Korean Sentence Structure: How you you make a sentence in Korean?

Disclaimer: I am not an expert in Korean. I am currently learning the language, and this is an entry to express and share what I have learned with others wanting to learn as well. If I have made a mistake, please feel free to comment below to correct me. πŸ™‚


 

One challenge with learning any language is understanding and using a different sentence structure while reading, writing, and especially speaking.

Depending on the country you are from, you were probably persuaded to learn a specific foreign language based on a country near you or the languages you were exposed to while growing up. Personally, I am from the southern part of the United States. In my state, the most prominent foreign language other than English, and the one I heard most often, was Spanish. Therefore, because of the location and small size of my school, we had no choice but to learn Spanish as a foreign language. I remember the hardest part of learning Spanish, apart from the verb conjugations, was the small change in sentence structure; remembering that an adjective came after a noun or object (eg. “the car green” instead of “the green car”). Luckily, the main Spanish sentence structure wasn’t too different from English; it was still Subject + Verb + Object (SVO).

On the other hand, Korean has a sentence structure that switches two of these main Subject, Object, and Verb components, which might make is a bit more confusing than English vs. Spanish for some learners. BUT I am here to hopefully help the differences make a little more sense. I am hoping that this explanation will be easy to understand and help kickstart your Korean learning journey. At the end of this lesson, you should be able to begin understanding the Korean sentences you see or hear. Overall, the structure is a simple change, but it takes practice to remember and use it.

What will be covered in this lesson:

  • English vs. Korean Sentence Structure
  • Simple Vocabulary
  • Examples
  • Simple Practice Tips

 

English vs. Korean Sentence Structure:

As English speakers, we are used to the sentence structure Subject + Verb + Object (eg. “The man sits on the chair.”) Korean, on the other hand, completely switches two of these structures. Instead ofΒ SVO, Korean uses the sentence structure Subject + Object + Verb (eg. “The man on the chair sits.”) It’s a bit confusing and difficult to switch the two when making new sentences, but with practice the transition gets a bit easier. It’s especially easier once you begin memorizing phrases to use during a conversation and hear more of the spoken language through in-person encounters, music, and movies/TV shows.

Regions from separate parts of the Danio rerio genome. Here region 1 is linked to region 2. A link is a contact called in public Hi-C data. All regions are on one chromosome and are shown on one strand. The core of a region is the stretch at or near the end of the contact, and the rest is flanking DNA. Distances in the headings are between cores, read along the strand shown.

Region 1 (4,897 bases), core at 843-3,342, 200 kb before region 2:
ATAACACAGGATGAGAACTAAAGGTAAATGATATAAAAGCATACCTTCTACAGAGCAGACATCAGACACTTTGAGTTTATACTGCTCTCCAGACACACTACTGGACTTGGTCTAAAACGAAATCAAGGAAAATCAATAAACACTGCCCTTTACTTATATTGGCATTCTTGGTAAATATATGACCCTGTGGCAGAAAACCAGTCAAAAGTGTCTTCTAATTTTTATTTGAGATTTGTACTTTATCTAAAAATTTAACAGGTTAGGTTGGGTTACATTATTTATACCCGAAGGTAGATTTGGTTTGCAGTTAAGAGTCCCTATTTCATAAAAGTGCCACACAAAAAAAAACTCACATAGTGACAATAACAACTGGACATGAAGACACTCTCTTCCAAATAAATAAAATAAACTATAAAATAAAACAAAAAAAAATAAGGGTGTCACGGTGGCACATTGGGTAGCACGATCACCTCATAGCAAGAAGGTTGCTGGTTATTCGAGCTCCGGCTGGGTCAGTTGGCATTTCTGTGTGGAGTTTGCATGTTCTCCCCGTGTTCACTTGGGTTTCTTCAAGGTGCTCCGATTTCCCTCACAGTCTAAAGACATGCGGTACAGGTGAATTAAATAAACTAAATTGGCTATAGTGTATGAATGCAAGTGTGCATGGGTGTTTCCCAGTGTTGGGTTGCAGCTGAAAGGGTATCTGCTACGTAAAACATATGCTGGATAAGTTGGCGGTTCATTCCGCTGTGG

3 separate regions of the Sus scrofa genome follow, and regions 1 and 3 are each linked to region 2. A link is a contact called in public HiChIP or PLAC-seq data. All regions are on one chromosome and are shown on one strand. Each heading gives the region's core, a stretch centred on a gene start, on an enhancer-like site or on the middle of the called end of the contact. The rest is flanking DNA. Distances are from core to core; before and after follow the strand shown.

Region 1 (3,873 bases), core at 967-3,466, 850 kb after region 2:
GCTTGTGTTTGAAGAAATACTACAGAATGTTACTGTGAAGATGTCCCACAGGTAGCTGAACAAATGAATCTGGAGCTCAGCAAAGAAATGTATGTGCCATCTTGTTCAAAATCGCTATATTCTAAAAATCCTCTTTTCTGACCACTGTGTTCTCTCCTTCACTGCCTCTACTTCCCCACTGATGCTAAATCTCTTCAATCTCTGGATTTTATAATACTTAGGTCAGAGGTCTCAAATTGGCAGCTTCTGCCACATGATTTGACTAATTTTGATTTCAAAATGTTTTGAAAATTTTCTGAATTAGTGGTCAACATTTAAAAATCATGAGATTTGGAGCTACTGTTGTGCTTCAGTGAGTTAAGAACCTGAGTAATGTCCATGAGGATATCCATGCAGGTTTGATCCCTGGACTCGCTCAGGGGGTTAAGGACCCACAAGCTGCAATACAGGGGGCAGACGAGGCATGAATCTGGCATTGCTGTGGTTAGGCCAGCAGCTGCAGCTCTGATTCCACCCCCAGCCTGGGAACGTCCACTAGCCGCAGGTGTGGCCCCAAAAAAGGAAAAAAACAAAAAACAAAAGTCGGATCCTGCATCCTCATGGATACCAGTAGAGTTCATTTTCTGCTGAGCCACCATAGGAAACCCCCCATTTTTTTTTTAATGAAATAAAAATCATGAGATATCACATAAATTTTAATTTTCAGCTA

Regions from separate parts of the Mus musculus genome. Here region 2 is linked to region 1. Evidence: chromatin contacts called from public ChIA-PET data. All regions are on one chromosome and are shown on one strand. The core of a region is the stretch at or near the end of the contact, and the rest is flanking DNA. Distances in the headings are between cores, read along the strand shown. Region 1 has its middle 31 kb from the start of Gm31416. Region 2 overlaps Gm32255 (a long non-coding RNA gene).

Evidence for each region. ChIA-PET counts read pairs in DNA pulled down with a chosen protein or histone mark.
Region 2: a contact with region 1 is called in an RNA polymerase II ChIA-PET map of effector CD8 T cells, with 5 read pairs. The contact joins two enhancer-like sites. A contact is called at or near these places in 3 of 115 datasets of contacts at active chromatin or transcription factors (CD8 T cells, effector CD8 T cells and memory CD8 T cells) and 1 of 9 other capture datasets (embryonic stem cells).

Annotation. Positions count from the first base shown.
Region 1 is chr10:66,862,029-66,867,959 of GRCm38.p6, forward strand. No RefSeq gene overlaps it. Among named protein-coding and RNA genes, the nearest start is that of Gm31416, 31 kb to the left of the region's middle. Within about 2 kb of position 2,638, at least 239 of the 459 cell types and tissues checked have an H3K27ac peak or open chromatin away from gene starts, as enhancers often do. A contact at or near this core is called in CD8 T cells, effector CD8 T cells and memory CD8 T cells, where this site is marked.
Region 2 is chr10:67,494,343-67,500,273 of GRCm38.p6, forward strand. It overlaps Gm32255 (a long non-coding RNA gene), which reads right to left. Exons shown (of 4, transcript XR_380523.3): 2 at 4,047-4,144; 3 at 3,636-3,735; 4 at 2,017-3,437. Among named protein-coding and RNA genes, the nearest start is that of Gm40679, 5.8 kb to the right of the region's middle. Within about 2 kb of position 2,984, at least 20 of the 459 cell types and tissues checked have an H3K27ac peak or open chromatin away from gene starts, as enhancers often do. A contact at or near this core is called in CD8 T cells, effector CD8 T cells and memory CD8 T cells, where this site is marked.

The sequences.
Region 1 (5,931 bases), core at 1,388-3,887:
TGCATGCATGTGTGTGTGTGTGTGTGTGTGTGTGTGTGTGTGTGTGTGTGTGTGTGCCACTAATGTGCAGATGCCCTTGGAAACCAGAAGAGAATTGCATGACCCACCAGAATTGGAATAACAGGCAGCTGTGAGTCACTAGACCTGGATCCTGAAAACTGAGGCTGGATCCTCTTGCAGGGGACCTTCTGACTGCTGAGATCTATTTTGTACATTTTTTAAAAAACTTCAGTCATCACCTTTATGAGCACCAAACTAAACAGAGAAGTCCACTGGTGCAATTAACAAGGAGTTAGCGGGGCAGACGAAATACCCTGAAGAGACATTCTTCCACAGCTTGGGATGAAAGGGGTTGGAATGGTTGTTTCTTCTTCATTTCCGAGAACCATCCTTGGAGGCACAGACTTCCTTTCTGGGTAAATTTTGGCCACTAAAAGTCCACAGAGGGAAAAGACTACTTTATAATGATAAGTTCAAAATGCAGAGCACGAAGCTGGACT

Let’s look at an example of the two structures side-by-side:

English Sentence Structure: Subject + Verb + Object
"The man sits on the chair."

Korean Sentence Structure: Subject + Object + Verb
"The man on the chair sits."
λ‚¨μžκ°€ μ˜μžμ— μ•‰μŠ΅λ‹ˆλ‹€. 

As you can see above, the red text represents the subject of the sentence, the green text represents the object of the sentence, and the purple represents the action/verb of the sentence. If you do not yet know the Korean alphabet (Hangeul) click here to visit my Learn Hangeul series to get started reading Korean.

We’ll look at more example sentences soon, but first, let’s take a look at some vocabulary that we can use to form super simple sentences that will help us get more used to the Korean sentence structure.

Vocabulary:

Nouns/Objects:

English Korean
man λ‚¨μž
woman μ—¬μž
boy μ†Œλ…„ / λ‚¨μžμ•„μ΄
girl μ†Œλ…€ / μ—¬μžμ•„μ΄
Korean (language) ν•œκ΅­μ–΄
English (language) μ˜μ–΄
cat 고양이
dog 개
game κ²Œμž„
fried chicken μΉ˜ν‚¨

 

Verbs: (in dictionary form)

English Korean
to do ν•˜λ‹€
to eat λ¨Ήλ‹€
to like μ’‹μ•„ν•˜λ‹€
to dislike μ‹«λ‹€
to drink λ§ˆμ‹œλ‹€
to play 놀닀
to laugh 웃닀
to cry μšΈλ‹€
to love
μ‚¬λž‘ν•˜λ‹€
to think μƒκ°ν•˜λ‹€

Example Sentences:

Here are a few example sentences using some of the vocabulary above. Don’t get too caught up in understanding the grammar just yet. For now, just try to understand which words are Subjects, Objects, and Verbs, and observe how each of them are used in each sentence to help familiarize yourself with the sentence structure.

Can you match the nouns/objects and verbs to the Korean sentence structure? (Remember:Β the Korean sentence structure is S+O+V, not S+V+O)

The woman laughs. --> μ—¬μžκ°€ μ›ƒμ–΄μš”.
The man loves the woman. --> λ‚¨μžλŠ” μ—¬μžλ₯Ό μ‚¬λž‘ν•΄μš”.
The cat plays. --> κ³ μ–‘μ΄λŠ” λ†€μ•„μš”.
The dog eats fried chicken. --> κ°œλŠ” μΉ˜ν‚¨μ„ λ¨ΉμŠ΅λ‹ˆλ‹€.
The girl plays games. --> μ†Œλ…€λŠ” κ²Œμž„μ„ ν•΄μš”.
The boy learns English. --> μ†Œλ…„μ€ μ˜μ–΄λ₯Ό λ°°μš°ν•΄μš”.

 

Practice Tips:

  1. Write the english and Korean version of each of the sentences above 5 times.
  2. Say each sentence aloud at least 5 times.
  3. Try creating your own sentences by mixing and matching the vocabulary above or new vocabulary words you have found.
  4. Make sure to say all of the words and sentences aloud to help pronunciation and understanding word patterns subconsciously.
  5. Record yourself, listen to it, and compare it to native speakers or a translation software such asΒ Google Translate.
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